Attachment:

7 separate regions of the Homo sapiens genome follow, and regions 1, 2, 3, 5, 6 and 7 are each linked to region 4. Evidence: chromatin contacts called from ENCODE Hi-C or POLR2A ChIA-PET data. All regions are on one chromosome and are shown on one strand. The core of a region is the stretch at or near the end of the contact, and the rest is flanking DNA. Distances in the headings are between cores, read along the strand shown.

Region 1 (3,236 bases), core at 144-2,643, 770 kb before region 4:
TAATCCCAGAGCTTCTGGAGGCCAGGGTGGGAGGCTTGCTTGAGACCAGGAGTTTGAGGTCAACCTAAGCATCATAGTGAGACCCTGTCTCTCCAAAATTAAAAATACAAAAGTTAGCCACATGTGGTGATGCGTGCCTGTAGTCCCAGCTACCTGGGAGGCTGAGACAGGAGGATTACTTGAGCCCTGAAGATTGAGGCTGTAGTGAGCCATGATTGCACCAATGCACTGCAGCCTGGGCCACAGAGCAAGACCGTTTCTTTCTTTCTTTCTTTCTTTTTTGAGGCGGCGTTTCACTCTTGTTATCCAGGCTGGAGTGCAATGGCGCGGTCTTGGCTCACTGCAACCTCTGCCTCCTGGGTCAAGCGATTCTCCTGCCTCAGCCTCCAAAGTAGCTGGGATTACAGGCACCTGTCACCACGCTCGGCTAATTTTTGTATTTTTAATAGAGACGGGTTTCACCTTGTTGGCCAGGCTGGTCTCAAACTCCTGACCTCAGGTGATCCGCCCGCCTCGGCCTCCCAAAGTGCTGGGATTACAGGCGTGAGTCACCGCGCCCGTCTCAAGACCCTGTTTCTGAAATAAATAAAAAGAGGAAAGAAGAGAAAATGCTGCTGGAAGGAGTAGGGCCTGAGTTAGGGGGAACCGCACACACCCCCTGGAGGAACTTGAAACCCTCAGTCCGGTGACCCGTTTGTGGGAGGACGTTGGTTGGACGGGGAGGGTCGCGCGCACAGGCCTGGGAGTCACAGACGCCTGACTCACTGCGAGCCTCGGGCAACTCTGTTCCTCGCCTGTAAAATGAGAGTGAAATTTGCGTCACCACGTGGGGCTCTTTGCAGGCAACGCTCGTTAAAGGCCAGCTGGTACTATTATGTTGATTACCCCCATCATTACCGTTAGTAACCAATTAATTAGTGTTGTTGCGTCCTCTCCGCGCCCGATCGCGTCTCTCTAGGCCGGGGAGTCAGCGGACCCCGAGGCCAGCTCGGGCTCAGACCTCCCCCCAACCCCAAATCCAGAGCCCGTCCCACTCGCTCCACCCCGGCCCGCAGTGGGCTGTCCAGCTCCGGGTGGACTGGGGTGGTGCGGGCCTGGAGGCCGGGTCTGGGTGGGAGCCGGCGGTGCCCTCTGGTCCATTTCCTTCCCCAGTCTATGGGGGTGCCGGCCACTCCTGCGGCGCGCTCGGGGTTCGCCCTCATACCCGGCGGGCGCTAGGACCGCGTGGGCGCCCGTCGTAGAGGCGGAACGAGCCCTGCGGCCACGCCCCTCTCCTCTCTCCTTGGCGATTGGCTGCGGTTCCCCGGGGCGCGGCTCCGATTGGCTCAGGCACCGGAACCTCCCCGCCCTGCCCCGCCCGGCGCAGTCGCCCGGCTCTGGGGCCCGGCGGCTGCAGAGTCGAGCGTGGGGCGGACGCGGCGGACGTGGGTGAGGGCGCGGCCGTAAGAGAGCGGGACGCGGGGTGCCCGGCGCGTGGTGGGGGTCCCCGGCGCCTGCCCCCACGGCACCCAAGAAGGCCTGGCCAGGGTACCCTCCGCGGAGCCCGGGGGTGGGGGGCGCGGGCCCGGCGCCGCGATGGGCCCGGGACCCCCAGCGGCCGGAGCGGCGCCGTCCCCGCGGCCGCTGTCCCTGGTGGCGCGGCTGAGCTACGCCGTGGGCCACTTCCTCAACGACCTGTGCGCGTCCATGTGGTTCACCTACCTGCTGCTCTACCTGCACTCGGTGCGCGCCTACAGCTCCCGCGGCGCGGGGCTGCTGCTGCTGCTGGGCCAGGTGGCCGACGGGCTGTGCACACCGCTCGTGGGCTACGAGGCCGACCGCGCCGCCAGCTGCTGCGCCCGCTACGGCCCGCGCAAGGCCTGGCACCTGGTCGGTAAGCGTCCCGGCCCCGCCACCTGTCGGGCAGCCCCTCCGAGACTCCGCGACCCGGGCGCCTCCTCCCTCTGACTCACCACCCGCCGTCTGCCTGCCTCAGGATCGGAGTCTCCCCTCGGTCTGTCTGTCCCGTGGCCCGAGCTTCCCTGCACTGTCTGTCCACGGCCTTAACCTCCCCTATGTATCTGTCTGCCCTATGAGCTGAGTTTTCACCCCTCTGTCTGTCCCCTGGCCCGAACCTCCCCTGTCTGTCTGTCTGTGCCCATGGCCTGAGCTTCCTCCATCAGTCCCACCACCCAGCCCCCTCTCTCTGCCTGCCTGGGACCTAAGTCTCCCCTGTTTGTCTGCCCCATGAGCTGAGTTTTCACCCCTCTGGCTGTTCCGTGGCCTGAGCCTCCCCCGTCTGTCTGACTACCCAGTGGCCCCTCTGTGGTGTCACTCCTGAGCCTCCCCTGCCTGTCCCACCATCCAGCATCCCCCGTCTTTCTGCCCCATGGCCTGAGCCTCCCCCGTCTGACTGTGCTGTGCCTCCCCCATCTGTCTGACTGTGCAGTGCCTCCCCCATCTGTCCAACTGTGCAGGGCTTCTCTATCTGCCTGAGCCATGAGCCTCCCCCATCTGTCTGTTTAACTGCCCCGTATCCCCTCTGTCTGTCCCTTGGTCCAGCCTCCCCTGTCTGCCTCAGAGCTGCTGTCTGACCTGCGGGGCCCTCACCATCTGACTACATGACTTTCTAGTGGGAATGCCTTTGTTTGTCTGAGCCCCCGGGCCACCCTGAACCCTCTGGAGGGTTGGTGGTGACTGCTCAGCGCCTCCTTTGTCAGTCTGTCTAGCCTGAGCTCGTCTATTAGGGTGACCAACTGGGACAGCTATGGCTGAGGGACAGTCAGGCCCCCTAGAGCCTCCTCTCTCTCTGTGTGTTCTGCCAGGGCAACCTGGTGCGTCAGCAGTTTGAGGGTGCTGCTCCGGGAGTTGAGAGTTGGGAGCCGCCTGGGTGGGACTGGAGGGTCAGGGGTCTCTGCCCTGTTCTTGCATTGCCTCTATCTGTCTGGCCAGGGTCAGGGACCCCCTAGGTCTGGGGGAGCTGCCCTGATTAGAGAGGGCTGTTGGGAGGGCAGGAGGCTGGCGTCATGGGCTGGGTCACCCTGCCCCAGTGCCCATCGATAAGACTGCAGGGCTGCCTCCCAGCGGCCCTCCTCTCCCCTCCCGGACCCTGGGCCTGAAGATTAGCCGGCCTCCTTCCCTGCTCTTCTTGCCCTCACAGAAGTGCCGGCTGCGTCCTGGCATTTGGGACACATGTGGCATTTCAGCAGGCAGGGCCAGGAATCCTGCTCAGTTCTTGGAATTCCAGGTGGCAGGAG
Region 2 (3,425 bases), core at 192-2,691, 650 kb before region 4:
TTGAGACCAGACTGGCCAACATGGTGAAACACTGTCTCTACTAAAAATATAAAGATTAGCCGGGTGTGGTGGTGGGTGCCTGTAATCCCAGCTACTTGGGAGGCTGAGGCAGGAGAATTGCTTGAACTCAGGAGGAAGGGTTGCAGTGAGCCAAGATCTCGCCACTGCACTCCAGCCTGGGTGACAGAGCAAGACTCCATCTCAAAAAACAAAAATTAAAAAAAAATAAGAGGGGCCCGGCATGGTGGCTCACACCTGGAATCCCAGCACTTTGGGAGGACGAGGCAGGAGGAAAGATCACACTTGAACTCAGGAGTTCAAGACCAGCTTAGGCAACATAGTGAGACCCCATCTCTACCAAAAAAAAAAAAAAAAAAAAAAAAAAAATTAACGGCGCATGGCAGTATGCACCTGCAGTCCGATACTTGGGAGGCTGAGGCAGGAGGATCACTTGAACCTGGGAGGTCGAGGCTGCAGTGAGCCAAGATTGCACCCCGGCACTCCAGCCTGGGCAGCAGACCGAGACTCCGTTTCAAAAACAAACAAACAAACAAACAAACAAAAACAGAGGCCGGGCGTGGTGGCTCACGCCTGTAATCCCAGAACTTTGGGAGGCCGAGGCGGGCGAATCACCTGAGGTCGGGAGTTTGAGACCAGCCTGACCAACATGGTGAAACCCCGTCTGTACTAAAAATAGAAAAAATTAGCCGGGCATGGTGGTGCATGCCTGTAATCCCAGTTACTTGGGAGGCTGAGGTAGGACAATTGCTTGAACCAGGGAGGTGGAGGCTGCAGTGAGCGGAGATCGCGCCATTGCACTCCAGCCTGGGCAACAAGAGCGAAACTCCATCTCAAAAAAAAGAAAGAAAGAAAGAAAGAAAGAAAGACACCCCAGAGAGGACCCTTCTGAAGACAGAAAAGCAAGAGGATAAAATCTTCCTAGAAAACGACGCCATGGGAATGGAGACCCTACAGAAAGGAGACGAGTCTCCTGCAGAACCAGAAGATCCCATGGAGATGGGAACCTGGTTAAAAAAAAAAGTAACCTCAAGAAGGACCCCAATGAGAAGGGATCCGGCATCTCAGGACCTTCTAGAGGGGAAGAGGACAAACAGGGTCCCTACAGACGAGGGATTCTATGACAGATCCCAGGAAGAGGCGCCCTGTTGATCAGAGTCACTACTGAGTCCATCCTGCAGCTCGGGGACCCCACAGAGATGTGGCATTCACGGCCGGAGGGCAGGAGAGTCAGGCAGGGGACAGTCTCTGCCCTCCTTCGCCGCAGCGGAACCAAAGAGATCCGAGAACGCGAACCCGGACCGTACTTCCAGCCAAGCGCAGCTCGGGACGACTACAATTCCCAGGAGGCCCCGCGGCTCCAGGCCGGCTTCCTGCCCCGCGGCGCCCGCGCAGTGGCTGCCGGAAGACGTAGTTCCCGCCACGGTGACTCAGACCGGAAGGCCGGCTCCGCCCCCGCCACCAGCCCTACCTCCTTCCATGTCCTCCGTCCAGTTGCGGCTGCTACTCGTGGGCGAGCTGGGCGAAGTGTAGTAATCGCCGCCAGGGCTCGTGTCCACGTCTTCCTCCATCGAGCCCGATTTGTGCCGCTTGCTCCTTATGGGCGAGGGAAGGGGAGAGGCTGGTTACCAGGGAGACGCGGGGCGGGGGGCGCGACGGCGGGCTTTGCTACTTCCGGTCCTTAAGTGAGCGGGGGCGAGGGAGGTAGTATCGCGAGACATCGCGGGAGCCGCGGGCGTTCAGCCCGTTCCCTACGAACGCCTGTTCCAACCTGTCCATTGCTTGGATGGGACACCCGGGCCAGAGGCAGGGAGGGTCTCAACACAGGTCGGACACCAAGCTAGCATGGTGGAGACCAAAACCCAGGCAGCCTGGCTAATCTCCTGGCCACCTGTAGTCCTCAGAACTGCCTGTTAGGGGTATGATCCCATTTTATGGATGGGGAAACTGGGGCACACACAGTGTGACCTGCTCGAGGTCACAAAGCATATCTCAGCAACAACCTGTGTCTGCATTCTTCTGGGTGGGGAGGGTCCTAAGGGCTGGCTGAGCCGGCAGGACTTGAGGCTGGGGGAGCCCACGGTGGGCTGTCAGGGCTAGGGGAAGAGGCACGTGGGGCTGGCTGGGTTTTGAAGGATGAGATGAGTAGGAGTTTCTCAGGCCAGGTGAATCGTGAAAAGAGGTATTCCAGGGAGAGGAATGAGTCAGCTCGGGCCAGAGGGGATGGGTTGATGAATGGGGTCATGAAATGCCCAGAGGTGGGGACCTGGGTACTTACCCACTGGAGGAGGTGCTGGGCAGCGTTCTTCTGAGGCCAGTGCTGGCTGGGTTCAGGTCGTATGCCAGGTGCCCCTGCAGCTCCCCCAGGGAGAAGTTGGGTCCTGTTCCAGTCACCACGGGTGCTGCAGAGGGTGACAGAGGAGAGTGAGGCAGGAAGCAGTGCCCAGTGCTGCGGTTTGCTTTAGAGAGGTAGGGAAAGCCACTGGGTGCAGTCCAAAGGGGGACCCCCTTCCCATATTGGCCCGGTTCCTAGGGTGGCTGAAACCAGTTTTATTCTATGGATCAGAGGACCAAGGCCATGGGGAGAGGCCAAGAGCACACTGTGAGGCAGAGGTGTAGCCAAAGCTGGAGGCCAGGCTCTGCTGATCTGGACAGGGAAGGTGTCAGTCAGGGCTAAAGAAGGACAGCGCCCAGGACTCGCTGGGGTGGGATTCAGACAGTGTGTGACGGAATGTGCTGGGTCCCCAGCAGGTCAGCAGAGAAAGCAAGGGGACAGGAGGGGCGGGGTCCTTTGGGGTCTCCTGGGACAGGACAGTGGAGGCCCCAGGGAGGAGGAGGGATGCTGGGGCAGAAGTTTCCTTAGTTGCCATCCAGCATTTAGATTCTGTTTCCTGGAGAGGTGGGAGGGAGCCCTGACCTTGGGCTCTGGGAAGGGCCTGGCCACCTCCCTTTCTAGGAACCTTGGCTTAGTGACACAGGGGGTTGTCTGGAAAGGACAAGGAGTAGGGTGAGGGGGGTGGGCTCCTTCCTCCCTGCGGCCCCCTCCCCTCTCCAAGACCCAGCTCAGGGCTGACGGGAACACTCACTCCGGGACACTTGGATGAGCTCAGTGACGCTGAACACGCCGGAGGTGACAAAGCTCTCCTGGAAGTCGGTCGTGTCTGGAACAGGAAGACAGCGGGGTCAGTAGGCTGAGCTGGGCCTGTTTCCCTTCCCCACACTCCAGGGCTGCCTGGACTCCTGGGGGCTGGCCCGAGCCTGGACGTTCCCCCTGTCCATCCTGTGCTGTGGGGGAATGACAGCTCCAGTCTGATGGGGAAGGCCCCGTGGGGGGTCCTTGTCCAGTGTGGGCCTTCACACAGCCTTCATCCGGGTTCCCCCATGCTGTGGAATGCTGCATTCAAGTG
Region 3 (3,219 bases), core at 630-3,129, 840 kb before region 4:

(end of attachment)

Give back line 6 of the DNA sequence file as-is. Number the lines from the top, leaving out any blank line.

Region 3 (3,219 bases), core at 630-3,129, 840 kb before region 4: